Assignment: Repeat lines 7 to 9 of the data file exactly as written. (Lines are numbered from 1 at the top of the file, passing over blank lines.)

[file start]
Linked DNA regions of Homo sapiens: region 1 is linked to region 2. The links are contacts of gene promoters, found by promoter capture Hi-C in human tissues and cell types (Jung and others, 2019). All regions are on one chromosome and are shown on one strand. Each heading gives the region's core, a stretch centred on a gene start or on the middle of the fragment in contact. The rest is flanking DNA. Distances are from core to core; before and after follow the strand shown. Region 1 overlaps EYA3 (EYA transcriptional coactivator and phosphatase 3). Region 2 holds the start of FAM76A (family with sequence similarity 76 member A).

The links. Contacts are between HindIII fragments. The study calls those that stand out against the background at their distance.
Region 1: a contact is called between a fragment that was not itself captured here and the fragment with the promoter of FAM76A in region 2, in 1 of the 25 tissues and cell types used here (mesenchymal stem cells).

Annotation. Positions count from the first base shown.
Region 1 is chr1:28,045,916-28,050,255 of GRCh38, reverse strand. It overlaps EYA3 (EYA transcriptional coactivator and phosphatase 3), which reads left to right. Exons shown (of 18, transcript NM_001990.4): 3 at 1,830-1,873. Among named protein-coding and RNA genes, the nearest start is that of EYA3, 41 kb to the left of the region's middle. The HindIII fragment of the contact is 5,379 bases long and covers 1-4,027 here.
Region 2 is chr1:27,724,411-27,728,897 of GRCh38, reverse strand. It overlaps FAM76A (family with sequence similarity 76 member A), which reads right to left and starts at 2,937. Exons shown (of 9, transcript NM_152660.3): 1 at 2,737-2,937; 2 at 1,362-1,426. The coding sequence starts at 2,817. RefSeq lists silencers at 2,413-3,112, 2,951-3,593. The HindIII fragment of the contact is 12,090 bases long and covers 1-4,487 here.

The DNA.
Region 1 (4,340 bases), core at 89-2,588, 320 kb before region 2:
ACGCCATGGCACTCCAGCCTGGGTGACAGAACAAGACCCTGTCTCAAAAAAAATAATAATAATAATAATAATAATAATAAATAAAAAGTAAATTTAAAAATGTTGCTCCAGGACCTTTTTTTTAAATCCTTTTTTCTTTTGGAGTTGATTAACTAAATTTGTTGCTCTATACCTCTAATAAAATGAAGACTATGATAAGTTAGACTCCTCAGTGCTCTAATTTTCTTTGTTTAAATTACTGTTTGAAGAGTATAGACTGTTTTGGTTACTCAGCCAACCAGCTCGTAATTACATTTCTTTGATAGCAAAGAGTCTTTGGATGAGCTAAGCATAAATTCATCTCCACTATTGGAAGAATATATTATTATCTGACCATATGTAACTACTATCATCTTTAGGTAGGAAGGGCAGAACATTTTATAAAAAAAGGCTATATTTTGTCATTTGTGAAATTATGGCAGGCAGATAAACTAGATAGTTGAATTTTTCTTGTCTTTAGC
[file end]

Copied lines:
The DNA.
Region 1 (4,340 bases), core at 89-2,588, 320 kb before region 2:
ACGCCATGGCACTCCAGCCTGGGTGACAGAACAAGACCCTGTCTCAAAAAAAATAATAATAATAATAATAATAATAATAAATAAAAAGTAAATTTAAAAATGTTGCTCCAGGACCTTTTTTTTAAATCCTTTTTTCTTTTGGAGTTGATTAACTAAATTTGTTGCTCTATACCTCTAATAAAATGAAGACTATGATAAGTTAGACTCCTCAGTGCTCTAATTTTCTTTGTTTAAATTACTGTTTGAAGAGTATAGACTGTTTTGGTTACTCAGCCAACCAGCTCGTAATTACATTTCTTTGATAGCAAAGAGTCTTTGGATGAGCTAAGCATAAATTCATCTCCACTATTGGAAGAATATATTATTATCTGACCATATGTAACTACTATCATCTTTAGGTAGGAAGGGCAGAACATTTTATAAAAAAAGGCTATATTTTGTCATTTGTGAAATTATGGCAGGCAGATAAACTAGATAGTTGAATTTTTCTTGTCTTTAGC